Friday, January 11, 2019

The labyrinth

There’s a bay just north of Seaburn where the land drops down an escarpment to a narrow field above a shallow beach. There in the field, overlooking the North Sea, someone has made a prayer labyrinth from found stones, has claimed this sparse strip as holy ground. The land of the venerable monk Bede, the first person to write a history of the English people.

Every ten paces along this coastline there’s a bench-seat facing out to sea, each one with a plaque screwed into the backrest, remembering a loved one who used to stand on this coastline and look out at the horizon. Some never crossed it, never left. Others went away, only to come back again.

This place belongs to Somewheres, to people who live somewhere, who are from this place—Sunderland—even after they are dead and gone. Or, rather, dead and not gone.

Me, I am an Anywhere, someone who can live anywhere. Like everyone else, I am a scoop of clay animated by the breath of God. But where God found that clay is anyone’s guess. My family are scattered to the four winds, my wife’s family also. We grew up 300 miles apart, and met in a third city entirely. We’ve all but lost track of how many times we’ve moved, still find an adrenalin to it. In the Bible, YHWH, the Creator God, is described as a wanderer. So is the satan, the accuser. And so am I.

An Anywhere can live anywhere, comes not from Somewhere but Nowhere. To the Anywhere, nowhere is Somewhere. We can live anywhere, but it is hard to do so Somewhere. Never mind the other Anywheres, the Italians and Indians and Chinese operating restaurants all along the promenade at Seaburn. You’re nobody in this town if you’re not from here. Invisible.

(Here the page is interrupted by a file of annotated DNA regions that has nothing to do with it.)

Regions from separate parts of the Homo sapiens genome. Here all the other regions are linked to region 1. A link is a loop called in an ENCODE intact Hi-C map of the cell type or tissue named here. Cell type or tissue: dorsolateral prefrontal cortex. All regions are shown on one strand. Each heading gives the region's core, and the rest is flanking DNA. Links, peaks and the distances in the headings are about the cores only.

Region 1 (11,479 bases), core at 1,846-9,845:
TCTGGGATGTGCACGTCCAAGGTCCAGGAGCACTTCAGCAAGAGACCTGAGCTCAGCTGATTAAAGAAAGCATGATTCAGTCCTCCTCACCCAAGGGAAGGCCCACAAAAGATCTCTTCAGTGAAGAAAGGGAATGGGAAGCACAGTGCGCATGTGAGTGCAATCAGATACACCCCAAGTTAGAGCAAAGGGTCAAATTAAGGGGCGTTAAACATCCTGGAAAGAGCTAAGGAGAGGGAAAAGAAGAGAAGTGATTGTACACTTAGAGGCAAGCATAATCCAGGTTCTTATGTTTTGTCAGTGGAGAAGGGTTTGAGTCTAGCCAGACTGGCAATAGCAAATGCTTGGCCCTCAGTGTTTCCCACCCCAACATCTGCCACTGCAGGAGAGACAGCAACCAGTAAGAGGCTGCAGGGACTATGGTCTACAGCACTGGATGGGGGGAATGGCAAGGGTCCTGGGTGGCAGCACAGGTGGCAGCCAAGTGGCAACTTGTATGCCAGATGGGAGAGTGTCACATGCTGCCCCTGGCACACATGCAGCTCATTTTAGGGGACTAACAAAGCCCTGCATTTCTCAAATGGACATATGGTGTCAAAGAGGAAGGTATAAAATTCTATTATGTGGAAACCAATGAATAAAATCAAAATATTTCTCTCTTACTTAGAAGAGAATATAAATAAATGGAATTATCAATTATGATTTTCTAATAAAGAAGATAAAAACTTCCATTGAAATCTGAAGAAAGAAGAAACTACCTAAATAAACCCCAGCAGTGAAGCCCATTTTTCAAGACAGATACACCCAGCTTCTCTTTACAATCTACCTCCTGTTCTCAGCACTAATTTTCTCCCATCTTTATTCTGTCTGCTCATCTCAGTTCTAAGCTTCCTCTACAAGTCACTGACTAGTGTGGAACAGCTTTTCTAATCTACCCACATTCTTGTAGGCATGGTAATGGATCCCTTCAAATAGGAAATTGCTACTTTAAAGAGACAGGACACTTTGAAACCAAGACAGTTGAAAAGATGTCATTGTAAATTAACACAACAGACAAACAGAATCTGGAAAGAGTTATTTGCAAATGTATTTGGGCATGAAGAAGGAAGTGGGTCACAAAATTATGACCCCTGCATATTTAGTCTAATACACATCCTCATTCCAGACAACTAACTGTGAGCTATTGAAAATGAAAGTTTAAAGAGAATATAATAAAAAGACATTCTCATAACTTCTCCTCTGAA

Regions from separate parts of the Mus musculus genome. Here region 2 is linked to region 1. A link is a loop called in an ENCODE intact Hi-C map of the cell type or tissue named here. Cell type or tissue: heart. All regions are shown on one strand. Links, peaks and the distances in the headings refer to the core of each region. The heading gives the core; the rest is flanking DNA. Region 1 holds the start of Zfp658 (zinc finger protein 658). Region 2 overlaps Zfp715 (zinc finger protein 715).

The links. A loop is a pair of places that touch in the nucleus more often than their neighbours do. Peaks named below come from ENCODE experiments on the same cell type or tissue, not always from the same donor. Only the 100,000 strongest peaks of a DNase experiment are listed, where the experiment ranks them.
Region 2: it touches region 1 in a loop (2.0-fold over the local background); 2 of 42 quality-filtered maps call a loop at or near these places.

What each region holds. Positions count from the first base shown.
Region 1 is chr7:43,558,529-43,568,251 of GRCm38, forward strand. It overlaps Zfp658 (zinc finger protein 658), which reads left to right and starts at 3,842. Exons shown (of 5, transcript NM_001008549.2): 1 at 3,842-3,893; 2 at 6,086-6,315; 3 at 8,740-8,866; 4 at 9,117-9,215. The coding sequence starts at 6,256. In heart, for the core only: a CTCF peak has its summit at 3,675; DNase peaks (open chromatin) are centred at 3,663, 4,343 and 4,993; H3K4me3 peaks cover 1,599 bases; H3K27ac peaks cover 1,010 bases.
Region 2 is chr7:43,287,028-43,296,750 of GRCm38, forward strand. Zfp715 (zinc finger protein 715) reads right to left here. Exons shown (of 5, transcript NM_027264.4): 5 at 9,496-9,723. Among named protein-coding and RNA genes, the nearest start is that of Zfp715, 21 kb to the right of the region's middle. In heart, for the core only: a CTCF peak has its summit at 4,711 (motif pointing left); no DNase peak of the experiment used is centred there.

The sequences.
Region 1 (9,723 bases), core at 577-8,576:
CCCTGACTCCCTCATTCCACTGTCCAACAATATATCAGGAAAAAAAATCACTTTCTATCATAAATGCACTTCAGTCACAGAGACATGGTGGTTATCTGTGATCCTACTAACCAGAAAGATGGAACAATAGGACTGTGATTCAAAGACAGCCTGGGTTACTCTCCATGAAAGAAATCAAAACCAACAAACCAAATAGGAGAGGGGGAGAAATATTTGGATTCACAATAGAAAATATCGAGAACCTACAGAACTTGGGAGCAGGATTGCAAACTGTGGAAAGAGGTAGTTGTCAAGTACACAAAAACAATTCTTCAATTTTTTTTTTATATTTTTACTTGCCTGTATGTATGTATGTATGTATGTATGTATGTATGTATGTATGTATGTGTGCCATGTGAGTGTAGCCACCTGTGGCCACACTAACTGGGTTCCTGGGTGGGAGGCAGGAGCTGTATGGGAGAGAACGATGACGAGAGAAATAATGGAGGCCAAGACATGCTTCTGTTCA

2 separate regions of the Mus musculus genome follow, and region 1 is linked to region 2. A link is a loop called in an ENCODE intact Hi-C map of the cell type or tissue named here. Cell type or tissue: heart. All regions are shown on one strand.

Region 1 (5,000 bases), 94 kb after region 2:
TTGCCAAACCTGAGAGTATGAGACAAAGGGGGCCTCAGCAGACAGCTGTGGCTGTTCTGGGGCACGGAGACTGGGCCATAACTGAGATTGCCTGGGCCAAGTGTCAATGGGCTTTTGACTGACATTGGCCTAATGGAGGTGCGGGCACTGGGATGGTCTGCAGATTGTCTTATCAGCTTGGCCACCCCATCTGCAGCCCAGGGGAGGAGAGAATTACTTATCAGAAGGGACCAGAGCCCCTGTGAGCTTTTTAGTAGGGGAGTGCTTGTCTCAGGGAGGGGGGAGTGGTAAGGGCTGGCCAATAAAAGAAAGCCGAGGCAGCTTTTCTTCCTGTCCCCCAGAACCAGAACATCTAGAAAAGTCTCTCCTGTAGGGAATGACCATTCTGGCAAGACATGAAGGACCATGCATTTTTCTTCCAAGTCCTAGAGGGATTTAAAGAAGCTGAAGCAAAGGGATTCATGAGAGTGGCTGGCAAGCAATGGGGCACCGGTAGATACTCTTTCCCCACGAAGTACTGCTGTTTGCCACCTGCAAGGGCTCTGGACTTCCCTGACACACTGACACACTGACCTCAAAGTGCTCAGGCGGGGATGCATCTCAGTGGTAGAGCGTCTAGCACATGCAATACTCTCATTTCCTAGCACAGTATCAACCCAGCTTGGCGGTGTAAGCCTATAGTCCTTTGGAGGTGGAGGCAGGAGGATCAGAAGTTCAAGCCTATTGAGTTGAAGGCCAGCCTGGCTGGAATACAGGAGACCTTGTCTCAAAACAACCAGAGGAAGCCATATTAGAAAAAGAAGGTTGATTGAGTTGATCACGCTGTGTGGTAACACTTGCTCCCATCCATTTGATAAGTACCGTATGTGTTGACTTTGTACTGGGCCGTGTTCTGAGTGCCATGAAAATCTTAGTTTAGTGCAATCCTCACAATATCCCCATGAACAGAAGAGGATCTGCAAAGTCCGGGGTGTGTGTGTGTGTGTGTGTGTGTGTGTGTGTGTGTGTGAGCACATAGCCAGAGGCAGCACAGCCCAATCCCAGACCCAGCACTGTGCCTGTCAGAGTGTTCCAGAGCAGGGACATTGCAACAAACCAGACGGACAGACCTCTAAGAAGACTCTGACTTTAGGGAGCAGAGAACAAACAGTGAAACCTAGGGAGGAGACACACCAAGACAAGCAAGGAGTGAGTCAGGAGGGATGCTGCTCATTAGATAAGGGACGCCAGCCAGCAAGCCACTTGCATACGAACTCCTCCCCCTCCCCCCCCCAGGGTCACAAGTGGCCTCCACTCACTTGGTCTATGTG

This is holy ground, but God, it is a sparse strip. One path there and back again, sometimes bringing you near the centre, only to turn you away.

We keep running, a 10K loop along the coastal path to the Souter lighthouse and back again. Past the endless benches facing out to sea.

Thursday, January 10, 2019


I’ve just finished reading Beartown by Fredrik Backman. It is a novel concerned with the Patriarchy, how it is bad for boys as well as for girls, and how women as well as men collude with it. But there is no clunky or sanctimonious Political Correctness here, just beautiful story-telling.

And, in almost every one of the fifty chapters, a sentence that arrested my heart—stopped time—before jolting my heart back to vigorous life. As unceremoniously as a defibrillator. The only adequate word to describe these sentences is grace. Grace, held out to a broken world.

Fredrik Backman has woven a brilliant story; and—unsung hero—Neil Smith’s translation from Swedish into English is stunning work.